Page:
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Left Out, But Not Gone
July 16, 2015
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Left Out, But Not Gone

It's easy to miss the life you had before you were sick, it's also easy to miss the life you dreamed of having, especially as that dream gets further and further away. So you build new dreams, dreams based in acceptance of your body, your heart and your mind.
PUBLISHED July 16, 2015
Samira Rajabi was diagnosed with a vestibular schwannoma, also known as an acoustic neuroma in 2012. She has had ten surgeries to deal with her tumor and its various side effects. She writes a blog about her life, surgeries, recovery and experiences at LivingWithHerbert.com. She is currently a post-doctoral fellow at the Center for Advanced Research in Global Communication at the University of Pennsylvania, where she studies media studies. In her spare time she plays with her two pups and spends time with her husband exploring Philadelphia.
In the summer of 2013 I was recovering from my second craniotomy, I had just mended fences with a man I loved deeply, and was in that overwhelming position of feeling like you wish you were better than you are. My mind felt like my body looked capable. I didn't feel like I was a sick person. I saw myself putting myself in a box, that invisible disability box that makes statements like "but you look fine" seem less absurd. I woke up early one morning at my parents’ house and thought I would take advantage of their premium cable and watch a movie — escape into someone else's world for a moment. I watched the movie "Extremely Loud and Incredibly Close," based on the book by the same name. I didn't realize what a visceral reaction I would have to a movie about loss, a search for answers and a quest to heal. I was overcome. Every time the movie became too much for me I would look to my cellphone — I had gotten dressed that day and I didn't want to waste it — I had hoped to see my dear friends, I hoped to do something normal. I wanted to enjoy myself. Get outside, live the Colorado life, breathe the fresh air.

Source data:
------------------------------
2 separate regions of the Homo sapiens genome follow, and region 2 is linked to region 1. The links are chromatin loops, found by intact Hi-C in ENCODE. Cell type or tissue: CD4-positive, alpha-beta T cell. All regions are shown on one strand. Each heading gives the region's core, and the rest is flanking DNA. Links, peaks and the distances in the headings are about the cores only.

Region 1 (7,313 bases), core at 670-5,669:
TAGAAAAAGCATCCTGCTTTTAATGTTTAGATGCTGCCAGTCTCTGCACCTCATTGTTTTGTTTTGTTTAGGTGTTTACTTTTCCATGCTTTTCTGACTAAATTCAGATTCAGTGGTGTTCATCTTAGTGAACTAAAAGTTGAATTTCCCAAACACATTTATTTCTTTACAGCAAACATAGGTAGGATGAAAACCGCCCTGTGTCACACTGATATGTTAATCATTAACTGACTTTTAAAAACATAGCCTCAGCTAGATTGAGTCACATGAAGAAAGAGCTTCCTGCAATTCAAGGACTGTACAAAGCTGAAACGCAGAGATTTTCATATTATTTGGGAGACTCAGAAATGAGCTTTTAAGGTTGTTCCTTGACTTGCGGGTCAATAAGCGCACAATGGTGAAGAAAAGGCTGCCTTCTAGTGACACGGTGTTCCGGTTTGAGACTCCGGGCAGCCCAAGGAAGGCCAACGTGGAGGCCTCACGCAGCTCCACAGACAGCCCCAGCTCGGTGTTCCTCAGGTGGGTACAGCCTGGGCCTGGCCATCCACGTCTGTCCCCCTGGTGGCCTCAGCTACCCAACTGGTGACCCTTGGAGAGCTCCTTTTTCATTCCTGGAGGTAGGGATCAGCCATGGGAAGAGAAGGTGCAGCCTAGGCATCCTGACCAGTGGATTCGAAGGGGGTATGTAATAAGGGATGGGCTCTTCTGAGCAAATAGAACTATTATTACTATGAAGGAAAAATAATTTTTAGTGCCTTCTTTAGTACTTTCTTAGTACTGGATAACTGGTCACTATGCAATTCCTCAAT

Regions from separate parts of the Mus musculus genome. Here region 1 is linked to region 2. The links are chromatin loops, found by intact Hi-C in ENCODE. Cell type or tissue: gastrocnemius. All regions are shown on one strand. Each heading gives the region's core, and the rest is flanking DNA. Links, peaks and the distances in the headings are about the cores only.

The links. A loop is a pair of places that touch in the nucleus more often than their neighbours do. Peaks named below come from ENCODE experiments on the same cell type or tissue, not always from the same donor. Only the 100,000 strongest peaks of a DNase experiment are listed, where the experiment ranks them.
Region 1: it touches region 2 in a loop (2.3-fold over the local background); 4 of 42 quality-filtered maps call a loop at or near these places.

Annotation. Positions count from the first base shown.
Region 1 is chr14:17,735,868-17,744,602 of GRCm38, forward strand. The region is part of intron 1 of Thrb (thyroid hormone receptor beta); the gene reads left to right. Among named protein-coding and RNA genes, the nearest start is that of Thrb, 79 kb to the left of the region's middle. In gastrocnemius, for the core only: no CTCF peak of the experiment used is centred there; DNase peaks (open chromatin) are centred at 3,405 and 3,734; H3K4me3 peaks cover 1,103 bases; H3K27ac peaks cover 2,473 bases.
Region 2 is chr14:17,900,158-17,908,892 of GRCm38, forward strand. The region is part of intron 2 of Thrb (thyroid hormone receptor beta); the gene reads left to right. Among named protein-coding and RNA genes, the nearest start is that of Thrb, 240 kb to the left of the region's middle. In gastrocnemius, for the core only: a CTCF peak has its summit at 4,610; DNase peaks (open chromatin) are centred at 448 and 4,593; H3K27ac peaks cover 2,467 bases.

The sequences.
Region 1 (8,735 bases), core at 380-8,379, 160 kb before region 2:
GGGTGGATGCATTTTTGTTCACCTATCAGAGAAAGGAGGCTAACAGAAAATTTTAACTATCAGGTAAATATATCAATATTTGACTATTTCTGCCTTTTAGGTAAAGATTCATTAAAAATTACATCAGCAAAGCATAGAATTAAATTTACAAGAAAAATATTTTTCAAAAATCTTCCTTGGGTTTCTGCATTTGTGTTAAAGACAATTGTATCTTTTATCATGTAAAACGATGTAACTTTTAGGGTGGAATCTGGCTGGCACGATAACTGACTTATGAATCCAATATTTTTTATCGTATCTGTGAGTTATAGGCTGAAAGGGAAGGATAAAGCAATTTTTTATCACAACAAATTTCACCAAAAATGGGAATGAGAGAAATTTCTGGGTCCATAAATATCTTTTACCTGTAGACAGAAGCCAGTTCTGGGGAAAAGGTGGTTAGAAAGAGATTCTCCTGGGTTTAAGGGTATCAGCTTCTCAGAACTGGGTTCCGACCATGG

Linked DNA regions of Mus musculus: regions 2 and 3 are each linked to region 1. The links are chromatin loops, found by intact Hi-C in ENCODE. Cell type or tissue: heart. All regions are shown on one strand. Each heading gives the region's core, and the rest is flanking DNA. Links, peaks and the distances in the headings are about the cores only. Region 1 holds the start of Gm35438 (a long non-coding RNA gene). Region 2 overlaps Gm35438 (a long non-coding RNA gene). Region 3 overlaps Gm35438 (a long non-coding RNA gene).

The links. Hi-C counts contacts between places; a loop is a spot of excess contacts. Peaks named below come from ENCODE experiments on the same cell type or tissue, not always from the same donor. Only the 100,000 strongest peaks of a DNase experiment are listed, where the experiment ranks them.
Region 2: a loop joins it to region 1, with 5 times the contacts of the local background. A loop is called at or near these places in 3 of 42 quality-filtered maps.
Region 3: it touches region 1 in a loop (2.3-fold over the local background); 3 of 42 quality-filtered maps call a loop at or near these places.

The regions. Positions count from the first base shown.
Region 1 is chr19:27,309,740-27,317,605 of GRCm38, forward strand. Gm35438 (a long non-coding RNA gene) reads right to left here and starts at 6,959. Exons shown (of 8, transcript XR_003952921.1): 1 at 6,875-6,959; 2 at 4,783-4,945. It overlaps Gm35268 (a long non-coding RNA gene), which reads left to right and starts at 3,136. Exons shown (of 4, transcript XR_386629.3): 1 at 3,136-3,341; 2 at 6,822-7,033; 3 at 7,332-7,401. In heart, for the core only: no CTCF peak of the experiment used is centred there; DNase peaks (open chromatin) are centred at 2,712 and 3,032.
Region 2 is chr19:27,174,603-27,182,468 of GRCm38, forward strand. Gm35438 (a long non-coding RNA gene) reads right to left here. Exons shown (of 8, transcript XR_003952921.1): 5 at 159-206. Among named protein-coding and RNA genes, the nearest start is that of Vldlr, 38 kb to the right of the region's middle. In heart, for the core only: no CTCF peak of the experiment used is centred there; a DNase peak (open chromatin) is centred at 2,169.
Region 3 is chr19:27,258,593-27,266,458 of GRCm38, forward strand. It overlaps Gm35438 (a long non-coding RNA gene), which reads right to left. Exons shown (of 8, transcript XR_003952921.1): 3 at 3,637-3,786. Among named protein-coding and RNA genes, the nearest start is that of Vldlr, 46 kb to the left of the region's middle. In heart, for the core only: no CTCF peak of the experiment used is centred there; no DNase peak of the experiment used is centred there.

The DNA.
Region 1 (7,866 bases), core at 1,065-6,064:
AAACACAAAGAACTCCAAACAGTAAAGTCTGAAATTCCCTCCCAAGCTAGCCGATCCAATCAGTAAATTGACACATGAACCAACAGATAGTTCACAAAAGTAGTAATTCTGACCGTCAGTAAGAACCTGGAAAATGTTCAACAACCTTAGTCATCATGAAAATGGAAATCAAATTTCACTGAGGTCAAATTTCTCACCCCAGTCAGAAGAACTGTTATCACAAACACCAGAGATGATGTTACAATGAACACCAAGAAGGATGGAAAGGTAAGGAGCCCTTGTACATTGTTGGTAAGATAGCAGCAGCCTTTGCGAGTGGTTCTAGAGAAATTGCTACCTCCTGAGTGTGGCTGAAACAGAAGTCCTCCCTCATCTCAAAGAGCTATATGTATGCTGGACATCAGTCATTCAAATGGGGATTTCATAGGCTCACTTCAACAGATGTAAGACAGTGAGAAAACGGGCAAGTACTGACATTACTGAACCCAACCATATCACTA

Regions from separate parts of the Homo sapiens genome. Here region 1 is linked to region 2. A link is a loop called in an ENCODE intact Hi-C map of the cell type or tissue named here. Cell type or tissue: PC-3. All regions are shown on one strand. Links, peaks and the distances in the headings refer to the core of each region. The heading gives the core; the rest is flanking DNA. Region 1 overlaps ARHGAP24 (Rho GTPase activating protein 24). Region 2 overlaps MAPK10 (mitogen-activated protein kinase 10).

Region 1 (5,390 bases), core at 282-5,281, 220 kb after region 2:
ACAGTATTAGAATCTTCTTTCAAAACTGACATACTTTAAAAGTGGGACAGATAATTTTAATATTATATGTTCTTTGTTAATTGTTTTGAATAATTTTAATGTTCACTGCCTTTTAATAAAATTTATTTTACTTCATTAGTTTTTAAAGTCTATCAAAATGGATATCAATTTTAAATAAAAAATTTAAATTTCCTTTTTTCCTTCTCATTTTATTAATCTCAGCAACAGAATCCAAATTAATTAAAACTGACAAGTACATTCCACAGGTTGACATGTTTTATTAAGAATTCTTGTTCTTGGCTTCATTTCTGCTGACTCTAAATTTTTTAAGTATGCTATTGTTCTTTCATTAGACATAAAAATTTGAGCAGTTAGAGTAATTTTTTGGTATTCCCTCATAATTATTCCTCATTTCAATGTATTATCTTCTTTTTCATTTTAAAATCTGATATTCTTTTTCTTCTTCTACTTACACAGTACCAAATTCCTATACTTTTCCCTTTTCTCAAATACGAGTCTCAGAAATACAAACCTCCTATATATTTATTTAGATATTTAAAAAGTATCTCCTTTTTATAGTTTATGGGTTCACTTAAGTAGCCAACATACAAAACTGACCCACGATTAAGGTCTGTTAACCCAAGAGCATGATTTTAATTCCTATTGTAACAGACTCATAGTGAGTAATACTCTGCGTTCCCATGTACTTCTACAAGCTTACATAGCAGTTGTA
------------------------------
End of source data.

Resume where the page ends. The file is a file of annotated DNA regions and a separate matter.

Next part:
The phone didn't ring. No new messages. 

I began and then continued sobbing as I watched the story unfold on the screen. I felt myself moving along with the young protagonist on the screen. I am him, he is me. We are searching, endlessly.

Roughly an hour after the movie ended I sat frozen in my chair and waiting. I wasn’t sure what I was waiting for, but I was waiting. My mom came down stairs and saw the stricken look on my face. What’s wrong? I didn’t want to admit the real answer, no one had asked me to join them. My messages seemed to be fading into the abyss. No one could hear me begging to be seen, no one could hear me wishing to be well. So I told her, “I just watched a sad movie.”

“Well, why would you do that?!” she asked, the exasperation clear in her face.